Even before California’s next governor takes office, the pressure is already mounting for him to follow through on campaign promises to improve access to preschool for the state’s 4-year-olds.
Governor-elect Gavin Newsom made expansion of early education programs a major part of his campaign, but what form that will take will become clearer when he releases his proposed budget for the next fiscal year in January.
Assemblyman Kevin McCarty, D-Sacramento, a longtime advocate for early education, introduced three bills this week to expand preschool programs, improve preschool facilities and increase reimbursement rates for preschool teachers.
“Unfortunately we have too many kids who start kindergarten behind and never catch up, and that’s because too many 3- and 4-year-olds never have the chance to attend preschool,” McCarty said.
He expressed hope that the new bills would pass under a Newsom governorship. “I think that the window for this has never been more open,” said McCarty, who is chair of the Assembly Budget Subcommittee on Education Finance. “We have a great opportunity.”
In one of his first public indications of what he might do in response to multiple demands for spending, Newsom tempered expectations for universal preschool.
“Even if you wanted to provide universal preschool, you could not achieve that in the immediate term,” he told the Sacramento Bee. “It would take years and years to build out that infrastructure.”
Currently only 69 percent of 4-year-olds and 38 percent of 3-year-olds in California who are eligible for public preschool programs are enrolled, according to the Learning Policy Institute, a research and policy organization in Palo Alto.
One of McCarty’s bills would provide preschool to all 4-year-olds who are eligible for public preschool because their families earn less than 70 percent of the state median income ($63,083 for a family of four).
The estimated cost of the bill is $1.5 billion, which McCarty says could fund up to 100,000 new spots for preschool in the state.
The bill would also provide preschool to all 4-year-olds regardless of income in neighborhoods where at least 70 percent of elementary school students qualify for free and reduced-price lunch.
In addition, 3-year-olds below the federal poverty level would also have access to preschool if the bill became law. Three-year-olds would be served through the California State Preschool Program or federal Head Start programs. Four-year-olds would be served through one of those programs or through transitional kindergarten (TK), which is currently available only to 4-year-olds born between Sept. 1 and Dec. 2.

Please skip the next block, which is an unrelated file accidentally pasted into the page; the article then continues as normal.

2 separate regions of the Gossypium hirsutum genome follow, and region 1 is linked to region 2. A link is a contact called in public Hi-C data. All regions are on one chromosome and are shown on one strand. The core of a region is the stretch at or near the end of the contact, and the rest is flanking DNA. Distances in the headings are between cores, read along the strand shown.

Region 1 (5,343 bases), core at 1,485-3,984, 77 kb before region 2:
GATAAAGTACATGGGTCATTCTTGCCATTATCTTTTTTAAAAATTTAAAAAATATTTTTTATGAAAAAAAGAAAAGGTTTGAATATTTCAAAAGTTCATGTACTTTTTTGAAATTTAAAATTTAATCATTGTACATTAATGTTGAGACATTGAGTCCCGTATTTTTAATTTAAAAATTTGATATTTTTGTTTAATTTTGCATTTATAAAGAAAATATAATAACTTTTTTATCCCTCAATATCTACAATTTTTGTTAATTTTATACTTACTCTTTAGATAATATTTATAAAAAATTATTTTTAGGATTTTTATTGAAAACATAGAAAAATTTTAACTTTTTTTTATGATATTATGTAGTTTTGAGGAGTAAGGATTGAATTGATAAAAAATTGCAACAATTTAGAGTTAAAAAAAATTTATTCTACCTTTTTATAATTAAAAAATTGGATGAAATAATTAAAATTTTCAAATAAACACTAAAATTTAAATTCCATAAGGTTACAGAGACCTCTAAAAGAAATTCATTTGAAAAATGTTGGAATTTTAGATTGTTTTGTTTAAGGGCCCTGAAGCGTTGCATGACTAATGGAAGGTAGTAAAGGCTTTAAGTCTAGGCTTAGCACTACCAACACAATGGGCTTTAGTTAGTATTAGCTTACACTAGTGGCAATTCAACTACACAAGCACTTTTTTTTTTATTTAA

The bill would also increase pay for teachers by increasing the reimbursement rate for programs that contract with the state by 23 percent. It would also seek to improve the quality of transitional kindergarten and California State Preschool by limiting class sizes and teacher-student ratios, as well as increasing requirements for teacher preparation. For example, the bill would offer an additional $3,000 per pupil to school districts that make sure all transitional kindergarten classrooms have a credentialed teacher and an instructional aide, no more than 24 pupils, a full-day program and evaluation of student progress.
It would also require all lead teachers in the California State Preschool Program to have a bachelor’s degree within eight years and TK teachers to have a teaching credential or certificate specifically for teaching preschool through 3rd grade. Aides would have to have an associate’s degree with 24 units of early childhood education.
The second bill would place a $500 million bond to build or improve preschool facilities on the 2020 ballot. A third bill would seek to increase reimbursement rates for childcare, preschool and early learning services, and provide funding for professional development for early childhood teachers, but it does not yet provide details about how it would do so.
Early learning advocates have said both of these issues must be addressed alongside funding new spaces for preschoolers.
“Paradoxically, a large amount of new funding for slots has gone unused, including $101 million in 2014-15. The reasons include low reimbursement rates and the cost of facilities, which keep providers from entering and remaining in the field,” reads a report from the Learning Policy Institute from earlier this year.
Deborah Stipek, a professor in Stanford University’s Graduate School of Education, said targeting state-subsidized preschool to only low-income kids is not ideal, since it isolates those children instead of bringing together children from different incomes in the same classroom. But she said the bill is a good step forward, particularly the provisions in the bill to increase teacher pay and professional development.
“To substantially increase the quality and professionalization of teachers and provide universal pre-K for all 4-year-olds for free, are both big-ticket items, and I don’t know if the Legislature has the capacity to do both,” said Stipek, a leading researcher in early education. “If I had to go for one or the other, I would go for increasing quality first.”
In 2015, Gov. Jerry Brown vetoed a bill introduced by McCarty that would have expanded state preschool to all eligible 4-year-olds, saying preschool expansion should be part of the state budget process. Two other early education bills McCarty introduced died in the Senate.
McCarty said he and incoming Superintendent of Public Instruction Tony Thurmond are embarking this week on a trip to visit some of the other states and cities that have expanded access to preschool, including New Jersey, Boston and New York City.
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